Two developments, then, have conspired to remove democratic control by citizens over the State since Antiquity: the first is the rise of commerce which has reduced the power of nation-states in military conflict whilst at the same time it has turned citizens “inward” toward protecting their individual “private property” and to entrust the “elected representatives” and the State bureaucracy with the power to administer society and protect their “rights”. The second is the sheer size of nation-states which, unlike the ancient republics from Athens to Rome to Geneva, no longer lend themselves to individual citizen involvement in day-to-day politics.

Thus, from “active freedom” in the sense of participatory democracy, modern-day citizens have moved to minimizing their engagement in Politics but at the same time maximizing their “passive liberties” that the State is called to guarantee.

But what happens if the State fails to maintain such guarantees over the liberties of individual citizens? Two problems immediately arise in Constant’s theory of the liberal State. And these are problems that show conclusively why liberalism and democracy, far from being synonyms or even cognate terms, are in fact contradictory concepts, and why therefore “liberal democracy” is an oxymoron. The first problem that the liberal State, far from being neutral, is in fact bound to act to protect the private property of individuals – and therefore its social role is functional to the protection of the “rights” of wealthy citizens. As George Orwell might have put it, all citizens are equal under the law; but some are “more equal” than others – depending on their property holdings.

The second and related problem is that, depending on the “type” of property held by individual citizens, some citizens might find it easier to escape the control of the State – or, obversely, they may have more control over the State – simply by virtue of the fact that these citizens may hold the State to ransom as against other States! This danger is particularly acute and virulent in capitalist societies because the widespread existence of money and markets makes wealth particularly “liquid” and “mobile”. Here is Constant acknowledging in his own ideological liberalist terms the tremendous importance of this point!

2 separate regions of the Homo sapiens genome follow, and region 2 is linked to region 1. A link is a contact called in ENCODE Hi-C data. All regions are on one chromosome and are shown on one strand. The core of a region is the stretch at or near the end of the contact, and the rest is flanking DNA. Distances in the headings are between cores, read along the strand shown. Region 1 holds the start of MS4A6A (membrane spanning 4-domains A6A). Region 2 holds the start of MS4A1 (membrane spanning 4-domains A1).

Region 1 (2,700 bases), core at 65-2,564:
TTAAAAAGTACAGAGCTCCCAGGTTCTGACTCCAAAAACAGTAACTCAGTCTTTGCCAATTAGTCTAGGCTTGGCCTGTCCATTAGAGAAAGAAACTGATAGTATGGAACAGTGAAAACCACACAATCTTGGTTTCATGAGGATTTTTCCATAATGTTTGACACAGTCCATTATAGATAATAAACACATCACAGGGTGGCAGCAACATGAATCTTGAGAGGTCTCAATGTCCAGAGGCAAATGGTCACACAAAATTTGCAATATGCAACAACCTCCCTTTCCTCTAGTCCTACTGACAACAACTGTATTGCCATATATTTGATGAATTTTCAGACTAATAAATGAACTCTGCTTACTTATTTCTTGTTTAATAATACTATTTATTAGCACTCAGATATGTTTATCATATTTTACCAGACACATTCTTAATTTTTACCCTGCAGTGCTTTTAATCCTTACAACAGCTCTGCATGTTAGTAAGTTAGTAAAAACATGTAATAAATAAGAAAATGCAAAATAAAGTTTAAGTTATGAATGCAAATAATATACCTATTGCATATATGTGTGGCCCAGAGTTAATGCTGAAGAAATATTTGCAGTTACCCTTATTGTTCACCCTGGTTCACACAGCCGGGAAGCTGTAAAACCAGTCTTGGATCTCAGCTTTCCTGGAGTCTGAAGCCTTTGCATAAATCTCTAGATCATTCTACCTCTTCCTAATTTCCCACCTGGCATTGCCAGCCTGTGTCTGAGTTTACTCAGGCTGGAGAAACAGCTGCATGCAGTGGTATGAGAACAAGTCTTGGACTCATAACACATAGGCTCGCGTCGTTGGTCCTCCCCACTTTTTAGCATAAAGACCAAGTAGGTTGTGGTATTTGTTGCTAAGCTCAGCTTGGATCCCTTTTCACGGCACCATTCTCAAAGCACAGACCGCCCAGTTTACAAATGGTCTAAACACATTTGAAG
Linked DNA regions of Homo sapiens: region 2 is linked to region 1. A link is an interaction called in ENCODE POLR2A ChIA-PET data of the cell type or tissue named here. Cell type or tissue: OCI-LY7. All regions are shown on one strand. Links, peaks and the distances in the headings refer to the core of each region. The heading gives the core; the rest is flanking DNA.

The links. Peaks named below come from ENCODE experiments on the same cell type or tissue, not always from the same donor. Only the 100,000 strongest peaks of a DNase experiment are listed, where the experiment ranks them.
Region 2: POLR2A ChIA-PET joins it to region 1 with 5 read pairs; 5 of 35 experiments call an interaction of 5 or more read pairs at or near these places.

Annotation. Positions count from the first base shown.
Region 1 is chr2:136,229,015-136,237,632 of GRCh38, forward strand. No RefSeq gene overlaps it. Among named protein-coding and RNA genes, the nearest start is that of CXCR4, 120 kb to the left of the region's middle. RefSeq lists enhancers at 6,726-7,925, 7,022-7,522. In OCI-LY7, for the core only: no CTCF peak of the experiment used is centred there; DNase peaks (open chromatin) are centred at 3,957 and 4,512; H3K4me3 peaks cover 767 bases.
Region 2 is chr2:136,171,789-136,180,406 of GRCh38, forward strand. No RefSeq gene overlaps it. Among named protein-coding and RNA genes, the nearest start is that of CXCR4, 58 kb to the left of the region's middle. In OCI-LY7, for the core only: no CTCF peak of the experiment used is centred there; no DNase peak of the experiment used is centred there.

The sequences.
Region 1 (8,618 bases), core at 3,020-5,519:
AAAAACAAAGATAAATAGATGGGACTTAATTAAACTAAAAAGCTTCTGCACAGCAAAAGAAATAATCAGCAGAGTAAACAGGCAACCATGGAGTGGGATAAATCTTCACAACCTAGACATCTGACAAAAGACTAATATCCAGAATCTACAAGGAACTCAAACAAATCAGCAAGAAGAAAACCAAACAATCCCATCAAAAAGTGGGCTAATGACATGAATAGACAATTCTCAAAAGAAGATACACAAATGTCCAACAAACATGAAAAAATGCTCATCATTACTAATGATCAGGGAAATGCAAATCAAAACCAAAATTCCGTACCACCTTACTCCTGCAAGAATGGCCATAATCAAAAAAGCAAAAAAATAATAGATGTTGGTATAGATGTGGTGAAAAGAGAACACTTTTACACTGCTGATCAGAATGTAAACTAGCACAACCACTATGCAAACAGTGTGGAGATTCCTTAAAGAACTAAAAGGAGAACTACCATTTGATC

Le commerce rend l'action de l'arbitraire sur notre existence plus vexatoire qu'autrefois, parce que nos spéculations étant plus variées, l'arbitraire doit se multiplier pour les atteindre; mais le commerce rend aussi l'action de l'arbitraire plus facile a éluder, parce qu'il change la nature de la propriété, qui devient par ce changement presque insaisissable. Le commerce donne à la propriété une qualité nouvelle, la circulation: sans circulation, la propriété n'est qu'un usufruit; l'autorité peut toujours influer sur l'usufruit, car elle peut enlever la jouissance; mais la circulation met un obstacle invisible et invincible à cette action du pouvoir social. Les effets du commerce s'étendent encore plus loin: non seulement il affranchit les individus, mais, en créant le crédit, il rend l'autorité dépendante.